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President Biden pushes lawmakers for more police accountability

An executive order issued by Biden enacted parts of the George Floyd Justice in Policing Act, but the president is calling on lawmakers to pass further legislation.

MINNEAPOLIS — When George Floyd was murdered by Minneapolis police officer Derek Chauvin, a cry went up, calling for police reform. Now three years later, President Biden is still pushing for those changes. 

On May 25, three years after Floyd's death, Biden issued a statement lauding his administration's progress on police reform after signing an executive order in 2022 that enacted elements of the George Floyd Justice in Policing Act.

The legislation passed in the House in March 2021, but it was waylaid in the Senate.

Elements of the George Floyd Justice in Policing Act that went into effect with Biden's executive order were a ban on police using chokeholds, restrictions on no-knock warrants, and the establishment of a database to keep track of reports of police misconduct. 

But while the President celebrated the progress made in police reform so far, he tasked Congress with implementing "real and lasting change" at the state and local levels.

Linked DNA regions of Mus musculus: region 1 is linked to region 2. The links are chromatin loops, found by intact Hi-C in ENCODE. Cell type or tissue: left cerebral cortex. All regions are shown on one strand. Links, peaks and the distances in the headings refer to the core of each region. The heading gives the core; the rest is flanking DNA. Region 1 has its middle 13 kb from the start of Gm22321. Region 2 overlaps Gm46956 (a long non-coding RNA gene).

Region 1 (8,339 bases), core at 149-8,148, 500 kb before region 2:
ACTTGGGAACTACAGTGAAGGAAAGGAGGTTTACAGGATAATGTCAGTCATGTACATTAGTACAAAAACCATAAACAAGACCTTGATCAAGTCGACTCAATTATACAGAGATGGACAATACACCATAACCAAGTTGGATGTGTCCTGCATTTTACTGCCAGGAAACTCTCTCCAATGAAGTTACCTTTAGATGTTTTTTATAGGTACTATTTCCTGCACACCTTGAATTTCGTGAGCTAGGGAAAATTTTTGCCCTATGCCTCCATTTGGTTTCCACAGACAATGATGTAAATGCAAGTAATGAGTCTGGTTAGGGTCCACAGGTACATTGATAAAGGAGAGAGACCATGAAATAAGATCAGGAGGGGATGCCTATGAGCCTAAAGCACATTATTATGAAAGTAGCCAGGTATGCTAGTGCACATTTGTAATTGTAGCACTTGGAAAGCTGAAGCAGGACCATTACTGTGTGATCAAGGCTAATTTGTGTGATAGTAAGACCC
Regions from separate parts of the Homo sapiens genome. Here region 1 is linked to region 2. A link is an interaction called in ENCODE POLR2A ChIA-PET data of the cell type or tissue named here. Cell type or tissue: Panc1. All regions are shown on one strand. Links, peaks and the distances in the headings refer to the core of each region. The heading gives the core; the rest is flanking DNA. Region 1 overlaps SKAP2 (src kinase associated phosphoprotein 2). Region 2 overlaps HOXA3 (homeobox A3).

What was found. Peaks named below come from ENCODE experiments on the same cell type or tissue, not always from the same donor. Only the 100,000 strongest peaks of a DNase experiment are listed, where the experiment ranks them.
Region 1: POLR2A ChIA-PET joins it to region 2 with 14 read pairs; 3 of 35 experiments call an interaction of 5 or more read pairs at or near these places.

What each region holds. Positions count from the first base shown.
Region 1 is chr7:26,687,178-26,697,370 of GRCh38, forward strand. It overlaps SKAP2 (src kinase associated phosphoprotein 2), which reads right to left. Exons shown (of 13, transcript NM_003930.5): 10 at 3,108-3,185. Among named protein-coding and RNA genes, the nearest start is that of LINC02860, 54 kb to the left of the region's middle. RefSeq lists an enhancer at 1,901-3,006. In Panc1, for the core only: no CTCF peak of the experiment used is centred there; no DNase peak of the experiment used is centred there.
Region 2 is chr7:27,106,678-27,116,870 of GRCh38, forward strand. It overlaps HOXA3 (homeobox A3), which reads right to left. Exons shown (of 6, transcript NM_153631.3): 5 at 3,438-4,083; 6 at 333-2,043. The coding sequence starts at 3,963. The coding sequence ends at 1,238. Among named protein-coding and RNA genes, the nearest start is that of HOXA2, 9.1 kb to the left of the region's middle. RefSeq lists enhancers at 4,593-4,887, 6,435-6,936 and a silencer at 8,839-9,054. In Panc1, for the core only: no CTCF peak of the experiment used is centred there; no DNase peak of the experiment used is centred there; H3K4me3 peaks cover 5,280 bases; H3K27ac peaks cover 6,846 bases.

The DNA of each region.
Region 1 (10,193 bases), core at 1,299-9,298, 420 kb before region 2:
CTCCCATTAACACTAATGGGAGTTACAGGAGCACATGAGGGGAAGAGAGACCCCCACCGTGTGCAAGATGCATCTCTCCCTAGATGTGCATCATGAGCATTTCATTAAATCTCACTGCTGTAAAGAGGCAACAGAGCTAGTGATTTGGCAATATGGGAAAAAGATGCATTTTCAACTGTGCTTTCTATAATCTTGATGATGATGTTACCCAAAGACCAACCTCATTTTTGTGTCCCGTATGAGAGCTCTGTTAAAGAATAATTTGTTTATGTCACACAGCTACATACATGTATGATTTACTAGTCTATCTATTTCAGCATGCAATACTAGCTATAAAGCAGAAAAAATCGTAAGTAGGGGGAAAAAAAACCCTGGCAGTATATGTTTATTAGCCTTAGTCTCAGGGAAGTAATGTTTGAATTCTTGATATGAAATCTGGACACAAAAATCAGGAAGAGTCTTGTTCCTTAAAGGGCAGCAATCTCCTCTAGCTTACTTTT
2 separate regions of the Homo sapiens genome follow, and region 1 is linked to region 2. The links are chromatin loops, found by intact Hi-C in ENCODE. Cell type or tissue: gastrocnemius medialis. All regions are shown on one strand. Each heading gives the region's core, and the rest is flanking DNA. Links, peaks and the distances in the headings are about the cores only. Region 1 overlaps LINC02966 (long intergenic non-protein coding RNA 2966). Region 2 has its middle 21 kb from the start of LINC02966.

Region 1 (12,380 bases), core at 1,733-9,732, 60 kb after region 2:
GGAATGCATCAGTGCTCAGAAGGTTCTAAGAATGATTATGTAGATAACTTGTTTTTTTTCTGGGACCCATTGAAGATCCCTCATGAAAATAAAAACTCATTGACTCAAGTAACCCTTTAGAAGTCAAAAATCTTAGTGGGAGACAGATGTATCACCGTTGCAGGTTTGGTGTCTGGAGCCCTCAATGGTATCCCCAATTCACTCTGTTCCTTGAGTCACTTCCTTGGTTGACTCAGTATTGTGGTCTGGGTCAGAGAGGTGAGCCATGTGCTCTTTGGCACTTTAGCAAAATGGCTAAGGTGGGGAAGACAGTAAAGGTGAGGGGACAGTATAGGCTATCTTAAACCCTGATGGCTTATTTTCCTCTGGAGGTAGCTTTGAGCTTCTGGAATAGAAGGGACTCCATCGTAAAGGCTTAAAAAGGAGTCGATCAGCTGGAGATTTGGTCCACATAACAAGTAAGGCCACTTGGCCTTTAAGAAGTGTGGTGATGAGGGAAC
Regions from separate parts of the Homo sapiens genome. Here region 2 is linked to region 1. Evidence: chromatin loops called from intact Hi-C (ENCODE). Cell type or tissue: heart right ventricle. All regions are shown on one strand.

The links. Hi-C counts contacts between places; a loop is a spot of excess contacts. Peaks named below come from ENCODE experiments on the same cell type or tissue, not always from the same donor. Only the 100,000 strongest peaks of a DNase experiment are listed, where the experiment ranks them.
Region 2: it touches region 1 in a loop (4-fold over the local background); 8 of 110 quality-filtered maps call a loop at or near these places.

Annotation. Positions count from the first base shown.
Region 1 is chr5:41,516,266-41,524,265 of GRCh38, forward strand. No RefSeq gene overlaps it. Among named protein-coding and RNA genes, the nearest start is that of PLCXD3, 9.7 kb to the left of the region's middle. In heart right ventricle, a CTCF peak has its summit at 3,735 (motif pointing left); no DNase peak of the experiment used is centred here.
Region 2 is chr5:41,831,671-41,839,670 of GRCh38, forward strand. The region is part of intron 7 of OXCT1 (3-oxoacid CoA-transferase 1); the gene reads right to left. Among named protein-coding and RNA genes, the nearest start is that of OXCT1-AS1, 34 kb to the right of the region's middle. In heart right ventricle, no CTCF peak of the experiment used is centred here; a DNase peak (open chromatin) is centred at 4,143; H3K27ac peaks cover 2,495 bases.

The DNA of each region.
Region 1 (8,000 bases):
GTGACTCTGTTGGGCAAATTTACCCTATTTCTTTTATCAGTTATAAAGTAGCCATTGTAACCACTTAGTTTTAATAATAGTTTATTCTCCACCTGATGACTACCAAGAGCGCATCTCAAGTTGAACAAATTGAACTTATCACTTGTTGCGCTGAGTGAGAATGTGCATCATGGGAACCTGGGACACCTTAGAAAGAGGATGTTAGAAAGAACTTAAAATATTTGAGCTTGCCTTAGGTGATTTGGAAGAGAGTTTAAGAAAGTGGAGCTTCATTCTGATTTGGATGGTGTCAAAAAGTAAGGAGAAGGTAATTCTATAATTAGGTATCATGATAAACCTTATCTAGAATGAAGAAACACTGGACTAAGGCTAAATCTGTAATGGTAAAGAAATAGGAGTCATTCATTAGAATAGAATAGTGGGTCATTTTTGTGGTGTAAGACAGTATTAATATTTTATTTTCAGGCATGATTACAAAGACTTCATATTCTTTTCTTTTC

"I will sign it. I will continue to do everything in my power to fight for police accountability in Congress, and I remain willing to work with Republicans and Democrats alike on genuine solutions," Biden wrote. 

Thursday's call for action echoed statements the president made during the State of the Union address in February, where he called for Congress to "finish the job on police reform." 

In that speech, Biden spoke on issues of policing, pushing for more training and gun violence prevention resources and said that "when police officers or departments violate the public's trust, they must be held accountable."

Locally, Governor Tim Walz signed a proclamation declaring Thursday George Floyd Remembrance Day, a time to honor Floyd and "every person whose life has been cut short due to systems of racism and discrimination in Minnesota."

"We have more work to do to ensure that every person in Minnesota is safe, valued, and protected. We owe that much to Mr. Floyd, and we owe that much to each other," Walz tweeted.

Minneapolis Mayor Jacob Frey, who was leading the city at the time of Floyd's murder, released a statement saying in part, "in the three years since Mr. Floyd was murdered by a former MPD officer, our city has called out for change, and rightly so. We have confronted the reality that our Black and Brown communities have faced unjust discrimination at the hands of those who are sworn to protect and serve."

"We are shifting the culture of our police department – to ensure that our officers strengthen and hold the trust of our entire community," Frey added. This work has been ongoing for the past few years and will continue for years to come."

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